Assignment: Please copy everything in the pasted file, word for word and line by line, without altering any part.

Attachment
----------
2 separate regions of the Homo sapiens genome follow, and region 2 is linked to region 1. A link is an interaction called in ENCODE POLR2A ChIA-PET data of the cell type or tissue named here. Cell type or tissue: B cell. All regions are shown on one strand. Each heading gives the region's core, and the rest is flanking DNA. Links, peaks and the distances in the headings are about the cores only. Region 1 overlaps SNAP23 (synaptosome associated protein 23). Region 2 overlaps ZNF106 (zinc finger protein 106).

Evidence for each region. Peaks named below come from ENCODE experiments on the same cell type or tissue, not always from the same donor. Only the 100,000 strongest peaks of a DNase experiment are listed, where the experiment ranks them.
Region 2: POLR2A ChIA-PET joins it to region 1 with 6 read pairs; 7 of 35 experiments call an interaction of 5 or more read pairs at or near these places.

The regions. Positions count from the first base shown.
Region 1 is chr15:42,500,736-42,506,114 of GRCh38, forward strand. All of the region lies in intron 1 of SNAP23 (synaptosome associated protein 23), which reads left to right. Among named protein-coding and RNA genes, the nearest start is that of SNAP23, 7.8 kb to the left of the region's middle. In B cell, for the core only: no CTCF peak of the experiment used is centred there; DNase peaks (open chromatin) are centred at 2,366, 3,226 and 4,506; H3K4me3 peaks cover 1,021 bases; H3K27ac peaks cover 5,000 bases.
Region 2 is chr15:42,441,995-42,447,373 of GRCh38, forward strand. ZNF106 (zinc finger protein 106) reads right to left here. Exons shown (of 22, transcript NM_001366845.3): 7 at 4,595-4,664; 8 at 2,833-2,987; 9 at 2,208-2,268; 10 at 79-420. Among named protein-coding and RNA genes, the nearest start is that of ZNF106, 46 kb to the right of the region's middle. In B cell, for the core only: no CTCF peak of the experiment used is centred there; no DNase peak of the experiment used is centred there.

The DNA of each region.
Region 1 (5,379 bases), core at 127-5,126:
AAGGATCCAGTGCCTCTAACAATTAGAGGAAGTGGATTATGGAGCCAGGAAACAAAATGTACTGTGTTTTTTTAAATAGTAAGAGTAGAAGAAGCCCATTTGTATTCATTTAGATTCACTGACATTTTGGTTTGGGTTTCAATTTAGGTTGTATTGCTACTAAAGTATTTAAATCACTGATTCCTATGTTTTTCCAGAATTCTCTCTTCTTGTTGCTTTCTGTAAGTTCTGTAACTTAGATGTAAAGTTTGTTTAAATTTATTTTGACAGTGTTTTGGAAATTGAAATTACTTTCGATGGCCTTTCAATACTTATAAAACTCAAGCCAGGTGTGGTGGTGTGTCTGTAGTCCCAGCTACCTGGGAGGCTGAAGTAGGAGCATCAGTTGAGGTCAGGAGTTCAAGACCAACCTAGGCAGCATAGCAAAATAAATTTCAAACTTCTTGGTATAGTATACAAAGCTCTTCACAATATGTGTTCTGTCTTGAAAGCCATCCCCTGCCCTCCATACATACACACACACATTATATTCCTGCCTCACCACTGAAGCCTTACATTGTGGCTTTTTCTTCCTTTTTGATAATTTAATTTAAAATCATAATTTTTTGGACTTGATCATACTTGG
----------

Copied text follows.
2 separate regions of the Homo sapiens genome follow, and region 2 is linked to region 1. A link is an interaction called in ENCODE POLR2A ChIA-PET data of the cell type or tissue named here. Cell type or tissue: B cell. All regions are shown on one strand. Each heading gives the region's core, and the rest is flanking DNA. Links, peaks and the distances in the headings are about the cores only. Region 1 overlaps SNAP23 (synaptosome associated protein 23). Region 2 overlaps ZNF106 (zinc finger protein 106).

Evidence for each region. Peaks named below come from ENCODE experiments on the same cell type or tissue, not always from the same donor. Only the 100,000 strongest peaks of a DNase experiment are listed, where the experiment ranks them.
Region 2: POLR2A ChIA-PET joins it to region 1 with 6 read pairs; 7 of 35 experiments call an interaction of 5 or more read pairs at or near these places.

The regions. Positions count from the first base shown.
Region 1 is chr15:42,500,736-42,506,114 of GRCh38, forward strand. All of the region lies in intron 1 of SNAP23 (synaptosome associated protein 23), which reads left to right. Among named protein-coding and RNA genes, the nearest start is that of SNAP23, 7.8 kb to the left of the region's middle. In B cell, for the core only: no CTCF peak of the experiment used is centred there; DNase peaks (open chromatin) are centred at 2,366, 3,226 and 4,506; H3K4me3 peaks cover 1,021 bases; H3K27ac peaks cover 5,000 bases.
Region 2 is chr15:42,441,995-42,447,373 of GRCh38, forward strand. ZNF106 (zinc finger protein 106) reads right to left here. Exons shown (of 22, transcript NM_001366845.3): 7 at 4,595-4,664; 8 at 2,833-2,987; 9 at 2,208-2,268; 10 at 79-420. Among named protein-coding and RNA genes, the nearest start is that of ZNF106, 46 kb to the right of the region's middle. In B cell, for the core only: no CTCF peak of the experiment used is centred there; no DNase peak of the experiment used is centred there.

The DNA of each region.
Region 1 (5,379 bases), core at 127-5,126:
AAGGATCCAGTGCCTCTAACAATTAGAGGAAGTGGATTATGGAGCCAGGAAACAAAATGTACTGTGTTTTTTTAAATAGTAAGAGTAGAAGAAGCCCATTTGTATTCATTTAGATTCACTGACATTTTGGTTTGGGTTTCAATTTAGGTTGTATTGCTACTAAAGTATTTAAATCACTGATTCCTATGTTTTTCCAGAATTCTCTCTTCTTGTTGCTTTCTGTAAGTTCTGTAACTTAGATGTAAAGTTTGTTTAAATTTATTTTGACAGTGTTTTGGAAATTGAAATTACTTTCGATGGCCTTTCAATACTTATAAAACTCAAGCCAGGTGTGGTGGTGTGTCTGTAGTCCCAGCTACCTGGGAGGCTGAAGTAGGAGCATCAGTTGAGGTCAGGAGTTCAAGACCAACCTAGGCAGCATAGCAAAATAAATTTCAAACTTCTTGGTATAGTATACAAAGCTCTTCACAATATGTGTTCTGTCTTGAAAGCCATCCCCTGCCCTCCATACATACACACACACATTATATTCCTGCCTCACCACTGAAGCCTTACATTGTGGCTTTTTCTTCCTTTTTGATAATTTAATTTAAAATCATAATTTTTTGGACTTGATCATACTTGG